RDP 2003-08: A Tale of Two Surveys: Household Debt and Financial Constraints in Australia 3. The Data

The primary sources of data used in this paper are the Household Expenditure Survey (HES) for 1993/94 and 1998/99 and the Household, Income and Labour Dynamics in Australia (HILDA) Survey for 2001. These surveys contain detailed information on expenditure, income and demographic characteristics for households resident in private dwellings throughout Australia.[5] Both surveys collect information from all persons aged 15 years and over. This is mainly done through individual face-to-face interviews.

The surveys differ in a number of ways. The HES collects more detailed expenditure data, requiring survey participants to record in a diary all their expenditure over a 2-week period. HILDA focuses more on economic welfare, labour market dynamics, family dynamics and subjective well-being. The HES is a cross-sectional survey that is repeated every 4 or 5 years. On the other hand, HILDA is a household ‘panel’ or ‘longitudinal’ survey. This means that it is also cross-sectional in that it surveys many households at a particular point in time, but it also follows these households across time. This is the first time such a large-scale household panel survey has been undertaken in Australia. However, at this stage, only the first wave of the data has become available so that HILDA is effectively a cross-sectional survey too. The 1993/94 HES covered 8,389 households and nearly 23,000 people with the interviews being equally spread over the period July 1993 to June 1994. The 1998/99 HES was undertaken between July 1998 and June 1999, covering 6,892 households and 13,964 people. The HILDA Survey covered 7,682 households and 13,969 people, with the majority of the Wave 1 data being collected between 24 August 2001 and 21 December 2001.

In using large cross-sectional household data sets to examine the characteristics of financially constrained households we closely follow the approach of several US studies (e.g., Jappelli (1990); Cox and Jappelli (1993); Duca and Rosenthal (1994)). However, these studies focus on households who have been denied access to credit. This kind of micro data is currently unavailable in Australia. Instead, we focus on measures that indicate whether households have difficulty paying their bills, and, by inference, are cash-constrained. In 1998/99 the HES introduced several ways of measuring financial fragility in households. In particular, the survey collected information on whether individuals:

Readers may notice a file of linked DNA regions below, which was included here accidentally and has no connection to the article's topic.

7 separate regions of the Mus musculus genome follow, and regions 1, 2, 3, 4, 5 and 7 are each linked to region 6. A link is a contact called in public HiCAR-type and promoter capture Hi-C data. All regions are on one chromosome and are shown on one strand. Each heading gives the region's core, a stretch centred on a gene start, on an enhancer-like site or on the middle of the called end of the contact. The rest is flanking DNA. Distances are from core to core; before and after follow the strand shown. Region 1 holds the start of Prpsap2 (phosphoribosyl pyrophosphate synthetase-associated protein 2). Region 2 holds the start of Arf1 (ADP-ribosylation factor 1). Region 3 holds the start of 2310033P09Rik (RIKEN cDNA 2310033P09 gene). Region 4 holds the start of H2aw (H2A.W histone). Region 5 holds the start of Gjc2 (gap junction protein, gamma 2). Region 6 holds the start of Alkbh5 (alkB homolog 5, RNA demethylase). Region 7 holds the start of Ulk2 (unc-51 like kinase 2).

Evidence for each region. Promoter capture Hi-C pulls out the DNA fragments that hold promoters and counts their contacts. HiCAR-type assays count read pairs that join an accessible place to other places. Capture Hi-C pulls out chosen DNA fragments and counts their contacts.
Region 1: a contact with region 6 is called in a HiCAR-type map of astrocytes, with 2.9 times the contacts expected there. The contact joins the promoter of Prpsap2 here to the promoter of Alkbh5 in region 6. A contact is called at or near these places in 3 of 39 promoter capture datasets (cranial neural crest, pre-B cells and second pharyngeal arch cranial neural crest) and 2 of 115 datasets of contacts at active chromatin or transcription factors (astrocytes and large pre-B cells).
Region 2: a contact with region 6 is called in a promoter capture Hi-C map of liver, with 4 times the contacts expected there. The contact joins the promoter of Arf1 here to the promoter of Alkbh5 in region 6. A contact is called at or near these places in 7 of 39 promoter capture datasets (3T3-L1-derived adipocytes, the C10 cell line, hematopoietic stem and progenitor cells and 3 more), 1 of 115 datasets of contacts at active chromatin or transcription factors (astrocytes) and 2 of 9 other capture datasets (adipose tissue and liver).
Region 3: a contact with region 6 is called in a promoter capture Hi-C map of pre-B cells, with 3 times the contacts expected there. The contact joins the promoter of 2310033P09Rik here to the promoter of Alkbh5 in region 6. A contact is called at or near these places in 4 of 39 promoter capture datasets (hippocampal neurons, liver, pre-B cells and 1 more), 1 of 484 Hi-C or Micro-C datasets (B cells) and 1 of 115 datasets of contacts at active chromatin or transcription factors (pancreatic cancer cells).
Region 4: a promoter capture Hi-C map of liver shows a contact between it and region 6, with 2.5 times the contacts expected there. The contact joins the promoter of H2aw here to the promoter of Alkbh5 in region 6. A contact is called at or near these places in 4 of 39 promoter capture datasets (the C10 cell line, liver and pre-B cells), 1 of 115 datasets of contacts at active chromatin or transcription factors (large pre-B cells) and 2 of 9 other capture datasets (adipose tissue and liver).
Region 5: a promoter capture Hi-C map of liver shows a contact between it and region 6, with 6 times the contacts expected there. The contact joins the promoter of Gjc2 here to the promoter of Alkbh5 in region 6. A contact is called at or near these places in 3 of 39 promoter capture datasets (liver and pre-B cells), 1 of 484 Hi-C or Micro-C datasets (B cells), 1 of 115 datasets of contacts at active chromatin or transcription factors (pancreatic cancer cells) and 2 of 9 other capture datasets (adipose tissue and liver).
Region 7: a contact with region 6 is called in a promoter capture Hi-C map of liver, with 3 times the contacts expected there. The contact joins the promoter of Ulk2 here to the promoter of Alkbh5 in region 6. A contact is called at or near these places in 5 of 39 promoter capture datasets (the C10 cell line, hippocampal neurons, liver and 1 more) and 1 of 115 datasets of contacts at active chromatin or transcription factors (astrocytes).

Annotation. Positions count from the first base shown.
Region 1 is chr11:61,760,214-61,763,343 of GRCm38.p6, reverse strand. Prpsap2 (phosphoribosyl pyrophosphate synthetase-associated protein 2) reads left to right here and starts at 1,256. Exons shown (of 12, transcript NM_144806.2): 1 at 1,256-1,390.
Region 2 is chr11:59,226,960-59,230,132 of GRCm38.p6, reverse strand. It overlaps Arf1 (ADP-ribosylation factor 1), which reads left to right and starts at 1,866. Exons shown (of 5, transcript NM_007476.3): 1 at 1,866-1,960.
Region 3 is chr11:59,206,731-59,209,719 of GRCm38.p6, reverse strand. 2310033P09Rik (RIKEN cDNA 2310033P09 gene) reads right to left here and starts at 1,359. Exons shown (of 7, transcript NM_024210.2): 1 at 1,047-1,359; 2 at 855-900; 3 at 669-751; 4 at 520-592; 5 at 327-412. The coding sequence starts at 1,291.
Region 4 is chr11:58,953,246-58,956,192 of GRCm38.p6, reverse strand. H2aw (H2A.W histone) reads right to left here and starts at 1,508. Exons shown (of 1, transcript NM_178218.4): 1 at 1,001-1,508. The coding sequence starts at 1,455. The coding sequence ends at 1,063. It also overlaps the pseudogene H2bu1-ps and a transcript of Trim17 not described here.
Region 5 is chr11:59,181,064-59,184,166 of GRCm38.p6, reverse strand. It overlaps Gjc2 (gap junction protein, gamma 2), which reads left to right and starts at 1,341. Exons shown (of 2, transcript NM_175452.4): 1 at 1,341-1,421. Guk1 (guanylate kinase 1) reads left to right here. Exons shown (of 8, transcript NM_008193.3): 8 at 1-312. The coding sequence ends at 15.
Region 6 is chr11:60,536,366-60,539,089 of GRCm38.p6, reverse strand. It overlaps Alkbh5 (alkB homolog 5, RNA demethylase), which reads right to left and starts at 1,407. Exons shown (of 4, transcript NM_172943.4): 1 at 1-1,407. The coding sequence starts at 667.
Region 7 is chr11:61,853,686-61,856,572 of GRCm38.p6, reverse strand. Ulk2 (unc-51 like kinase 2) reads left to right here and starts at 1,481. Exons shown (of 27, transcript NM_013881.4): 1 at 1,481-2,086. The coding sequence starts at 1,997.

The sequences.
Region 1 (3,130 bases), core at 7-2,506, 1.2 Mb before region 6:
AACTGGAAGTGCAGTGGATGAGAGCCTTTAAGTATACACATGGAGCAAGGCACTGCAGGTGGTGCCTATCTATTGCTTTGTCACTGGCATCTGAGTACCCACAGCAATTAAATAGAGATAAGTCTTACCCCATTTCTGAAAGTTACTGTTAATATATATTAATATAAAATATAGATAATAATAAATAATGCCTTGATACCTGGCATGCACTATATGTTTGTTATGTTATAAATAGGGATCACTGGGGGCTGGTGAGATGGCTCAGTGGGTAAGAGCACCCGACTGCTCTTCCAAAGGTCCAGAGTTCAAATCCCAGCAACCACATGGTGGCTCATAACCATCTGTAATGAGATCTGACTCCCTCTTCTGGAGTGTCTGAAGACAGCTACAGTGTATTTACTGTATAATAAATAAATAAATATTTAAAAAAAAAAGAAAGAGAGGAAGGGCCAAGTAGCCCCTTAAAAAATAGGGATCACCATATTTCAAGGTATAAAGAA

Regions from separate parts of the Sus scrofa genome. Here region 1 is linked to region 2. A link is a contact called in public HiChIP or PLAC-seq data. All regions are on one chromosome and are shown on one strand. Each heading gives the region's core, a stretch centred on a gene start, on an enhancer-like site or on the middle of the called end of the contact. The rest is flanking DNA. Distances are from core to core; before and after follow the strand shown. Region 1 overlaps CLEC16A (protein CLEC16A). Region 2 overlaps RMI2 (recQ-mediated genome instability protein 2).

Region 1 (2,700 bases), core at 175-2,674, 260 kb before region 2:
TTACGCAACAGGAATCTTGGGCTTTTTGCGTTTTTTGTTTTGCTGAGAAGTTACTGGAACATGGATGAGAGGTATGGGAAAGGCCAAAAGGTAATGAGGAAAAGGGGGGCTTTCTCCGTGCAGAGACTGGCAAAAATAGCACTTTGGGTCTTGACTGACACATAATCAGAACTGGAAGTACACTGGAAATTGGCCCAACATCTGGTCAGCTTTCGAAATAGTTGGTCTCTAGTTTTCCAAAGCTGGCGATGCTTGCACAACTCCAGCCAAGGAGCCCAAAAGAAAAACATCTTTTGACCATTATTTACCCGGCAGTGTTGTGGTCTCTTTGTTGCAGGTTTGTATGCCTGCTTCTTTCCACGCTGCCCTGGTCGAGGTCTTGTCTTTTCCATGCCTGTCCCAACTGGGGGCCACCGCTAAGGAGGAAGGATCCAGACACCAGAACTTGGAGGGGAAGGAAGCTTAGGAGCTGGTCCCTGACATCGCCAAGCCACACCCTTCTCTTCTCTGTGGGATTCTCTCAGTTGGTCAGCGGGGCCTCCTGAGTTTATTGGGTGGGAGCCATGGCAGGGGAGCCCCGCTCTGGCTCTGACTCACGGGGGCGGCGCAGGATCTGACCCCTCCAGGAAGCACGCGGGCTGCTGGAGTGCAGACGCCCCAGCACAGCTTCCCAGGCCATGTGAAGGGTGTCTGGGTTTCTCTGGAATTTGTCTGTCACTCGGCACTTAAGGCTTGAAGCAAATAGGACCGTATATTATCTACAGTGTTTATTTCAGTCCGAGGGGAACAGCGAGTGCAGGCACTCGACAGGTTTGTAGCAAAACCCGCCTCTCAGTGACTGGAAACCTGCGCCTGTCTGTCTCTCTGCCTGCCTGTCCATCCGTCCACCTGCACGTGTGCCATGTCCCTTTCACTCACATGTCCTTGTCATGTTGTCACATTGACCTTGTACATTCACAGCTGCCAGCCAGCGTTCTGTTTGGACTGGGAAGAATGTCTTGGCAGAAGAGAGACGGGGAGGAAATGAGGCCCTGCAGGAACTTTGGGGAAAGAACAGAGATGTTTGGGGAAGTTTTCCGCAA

1. Could not pay their utility bills due to a shortage of money.
  2. Could not pay their registration or insurance on time (rent and mortgage in HILDA).
  3. Pawned or sold something due to a shortage of money.
  4. Went without meals due to a shortage of money.
  5. Were unable to heat their home due to a shortage of money.
  6. Sought assistance from welfare organisations due to a shortage of money.
  7. Sought financial help from friends or family due to a shortage of money.

If a person answers ‘yes’ to any of these questions we define them as having had cash flow problems. Throughout the paper we will interchangeably refer to these people as being ‘cash flow constrained’, ‘cash constrained’, ‘financially constrained’, and ‘financially stressed’.[6] Because the questions on financial stress were only asked in this form in 1998/99 we use econometric techniques to infer the proportion of constrained households in 1993/94 and 2001.[7] However, we defer discussion of the econometrics until we have introduced the data.


Both surveys exclude special dwellings (such as hospitals, institutions, nursing homes, hotels, and hostels) and dwellings in remote and sparsely settled parts of Australia. [5]

However, these concepts are not quite the same as ‘credit constraints’ in the other literature. [6]

HILDA asked very similar questions but differences in sampling technique lead to a large difference in the raw number of households that we would call cash constrained. This is why we use econometric techniques for 2001 as well as 1993/94. However, we are able to use the HILDA answers to verify our results and are thus fairly confident about our findings for 2001. [7]